Members must consider other interpretations in the Standards of Practice, as well as privacy and other relevant legislation when considering whether or not to disclose client information without consent. This article is not intended to be an exhaustive review of all the issues surrounding members’ disclosure and reporting obligations. Rather, it describes a number of practice scenarios that have come to the attention of the Professional Practice Department, in order to highlight the relevant Standards of Practice and assist members in understanding their professional obligations. Members may also wish to consult previous Practice Notes on this topic:

When reading the scenarios below, members are encouraged to view the links in the footnotes in order to access further information and resources.

Scenario 1 – Duty to warn/duty to protect

A member contacted the Professional Practice Department to discuss whether or not they were required to report information they had heard from a client in the course of a session. The client disclosed that they had a friend who had been expressing suicidal and homicidal ideation. The member was unsure whether or not they had any reporting obligations with respect to their client’s friend.

In this scenario, the member was unsure of the appropriate course of action, given that the person to whom the potential disclosure of information related was not their client; furthermore, the disclosure of this information to the appropriate authorities would also involve disclosing their client’s information.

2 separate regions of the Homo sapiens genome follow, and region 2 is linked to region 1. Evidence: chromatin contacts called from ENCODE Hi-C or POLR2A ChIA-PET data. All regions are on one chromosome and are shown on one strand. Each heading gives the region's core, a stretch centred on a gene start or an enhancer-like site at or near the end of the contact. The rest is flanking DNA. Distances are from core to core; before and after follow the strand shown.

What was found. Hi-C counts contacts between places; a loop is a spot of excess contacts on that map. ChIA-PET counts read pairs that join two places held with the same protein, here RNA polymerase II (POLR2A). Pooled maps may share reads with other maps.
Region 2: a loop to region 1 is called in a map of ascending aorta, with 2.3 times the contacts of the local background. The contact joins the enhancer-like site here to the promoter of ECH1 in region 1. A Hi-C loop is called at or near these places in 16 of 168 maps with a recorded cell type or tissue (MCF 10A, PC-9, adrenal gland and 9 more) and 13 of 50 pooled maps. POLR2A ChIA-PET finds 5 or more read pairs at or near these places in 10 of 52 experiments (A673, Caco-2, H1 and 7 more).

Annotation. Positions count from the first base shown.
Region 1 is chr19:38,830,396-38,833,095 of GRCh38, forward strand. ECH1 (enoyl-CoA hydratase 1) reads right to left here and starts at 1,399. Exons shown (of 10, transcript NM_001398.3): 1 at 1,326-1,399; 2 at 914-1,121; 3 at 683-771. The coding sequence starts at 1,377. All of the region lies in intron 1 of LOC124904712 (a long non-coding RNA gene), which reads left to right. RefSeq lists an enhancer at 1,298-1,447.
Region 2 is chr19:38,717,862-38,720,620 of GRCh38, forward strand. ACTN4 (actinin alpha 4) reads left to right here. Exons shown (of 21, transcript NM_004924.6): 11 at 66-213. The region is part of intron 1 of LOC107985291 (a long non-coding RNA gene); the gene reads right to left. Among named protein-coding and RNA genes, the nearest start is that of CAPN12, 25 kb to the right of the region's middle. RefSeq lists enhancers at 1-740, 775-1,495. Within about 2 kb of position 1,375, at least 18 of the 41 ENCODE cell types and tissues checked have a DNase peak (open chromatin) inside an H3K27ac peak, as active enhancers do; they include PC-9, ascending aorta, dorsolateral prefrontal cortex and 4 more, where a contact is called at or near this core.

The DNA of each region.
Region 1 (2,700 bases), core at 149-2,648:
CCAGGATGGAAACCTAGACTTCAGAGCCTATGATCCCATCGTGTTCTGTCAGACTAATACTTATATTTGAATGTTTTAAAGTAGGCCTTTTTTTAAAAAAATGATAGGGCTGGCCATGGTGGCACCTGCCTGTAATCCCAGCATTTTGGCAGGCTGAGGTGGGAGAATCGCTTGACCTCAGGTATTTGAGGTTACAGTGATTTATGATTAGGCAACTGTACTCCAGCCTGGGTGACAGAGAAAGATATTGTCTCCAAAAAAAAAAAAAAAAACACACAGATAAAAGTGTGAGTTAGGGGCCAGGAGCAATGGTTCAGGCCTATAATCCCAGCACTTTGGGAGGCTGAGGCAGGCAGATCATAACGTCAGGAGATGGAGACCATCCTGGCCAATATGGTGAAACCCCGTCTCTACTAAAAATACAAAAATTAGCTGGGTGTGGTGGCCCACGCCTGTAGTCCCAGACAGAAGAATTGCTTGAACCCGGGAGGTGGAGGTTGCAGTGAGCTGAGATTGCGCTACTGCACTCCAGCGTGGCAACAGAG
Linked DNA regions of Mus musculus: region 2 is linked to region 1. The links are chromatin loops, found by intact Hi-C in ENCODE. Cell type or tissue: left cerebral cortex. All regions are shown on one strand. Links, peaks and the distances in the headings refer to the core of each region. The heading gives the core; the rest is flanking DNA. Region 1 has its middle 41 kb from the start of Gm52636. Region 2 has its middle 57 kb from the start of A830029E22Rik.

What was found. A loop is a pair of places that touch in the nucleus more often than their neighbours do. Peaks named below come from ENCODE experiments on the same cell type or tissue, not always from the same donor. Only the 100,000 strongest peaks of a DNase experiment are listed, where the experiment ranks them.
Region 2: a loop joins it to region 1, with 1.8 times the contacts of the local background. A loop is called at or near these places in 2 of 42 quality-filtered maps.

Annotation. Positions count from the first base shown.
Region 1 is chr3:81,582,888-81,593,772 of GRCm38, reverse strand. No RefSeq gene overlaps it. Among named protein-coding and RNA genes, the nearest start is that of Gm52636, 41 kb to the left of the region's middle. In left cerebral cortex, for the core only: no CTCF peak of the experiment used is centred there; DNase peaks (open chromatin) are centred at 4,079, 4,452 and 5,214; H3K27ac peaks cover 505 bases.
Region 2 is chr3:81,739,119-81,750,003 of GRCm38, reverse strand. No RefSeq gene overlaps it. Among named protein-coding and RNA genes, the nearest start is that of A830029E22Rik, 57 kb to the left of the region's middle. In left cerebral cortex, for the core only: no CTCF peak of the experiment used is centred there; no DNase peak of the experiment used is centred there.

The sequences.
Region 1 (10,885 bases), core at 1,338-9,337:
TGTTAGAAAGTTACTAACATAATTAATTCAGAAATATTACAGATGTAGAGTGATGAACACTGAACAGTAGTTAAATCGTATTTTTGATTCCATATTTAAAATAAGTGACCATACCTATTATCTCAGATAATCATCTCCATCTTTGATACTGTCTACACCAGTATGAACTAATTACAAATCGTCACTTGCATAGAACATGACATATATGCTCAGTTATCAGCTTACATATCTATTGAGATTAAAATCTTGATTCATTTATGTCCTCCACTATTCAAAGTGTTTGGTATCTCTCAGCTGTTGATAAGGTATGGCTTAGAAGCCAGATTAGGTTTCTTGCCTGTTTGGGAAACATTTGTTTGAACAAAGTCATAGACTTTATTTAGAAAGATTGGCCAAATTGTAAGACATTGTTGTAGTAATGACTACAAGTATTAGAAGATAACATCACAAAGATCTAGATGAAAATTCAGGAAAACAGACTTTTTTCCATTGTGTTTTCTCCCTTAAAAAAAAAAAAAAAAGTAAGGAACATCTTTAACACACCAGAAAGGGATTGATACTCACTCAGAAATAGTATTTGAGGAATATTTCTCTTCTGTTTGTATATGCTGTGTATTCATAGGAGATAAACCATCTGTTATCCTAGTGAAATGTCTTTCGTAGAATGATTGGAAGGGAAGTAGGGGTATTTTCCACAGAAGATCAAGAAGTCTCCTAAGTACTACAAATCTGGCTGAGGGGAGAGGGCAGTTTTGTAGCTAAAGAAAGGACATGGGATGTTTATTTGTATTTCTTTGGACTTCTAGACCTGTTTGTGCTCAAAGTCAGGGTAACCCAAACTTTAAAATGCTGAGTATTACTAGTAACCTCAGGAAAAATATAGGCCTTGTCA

Whenever a member is considering whether to disclose client information without the client’s consent, they should obtain legal advice; this may be available through their professional liability insurance provider or through their workplace. Members should also consider whether it is appropriate and necessary to consult with a supervisor, the risk manager or the privacy officer at their organization.

In some circumstances, members may have a common law “duty to warn” or a “duty to protect.” The “common law” refers to the law developed by judges on a case-by-case basis, through legal precedents or decisions, rather than requirements arising from statutes or legislation.[3]

A duty to warn or a duty to protect may exist when there is information suggesting that:

  • the client poses a risk to an identifiable person (including themselves) or group of people;
  • the risk of harm includes bodily injury, death or serious psychological harm; and
  • the risk is imminent. In order to meet this threshold, the risk must be real, severe and imminent.[4]

When considering these situations, members should obtain legal advice as recommended above, since the existence of a duty to warn or protect is a question of law.[5]

In the scenario described above, the member determined, after obtaining legal advice and consulting with their supervisor, that the threshold to report had not been met as it was the client’s friend, and not the client, who posed a potential risk. The member worked with the client to develop a safety and support plan that would assist them and their friend, and which identified resources, supports and strategies that the client could use, if necessary.

Scenario 2 – Reporting the sexual abuse of clients by other professionals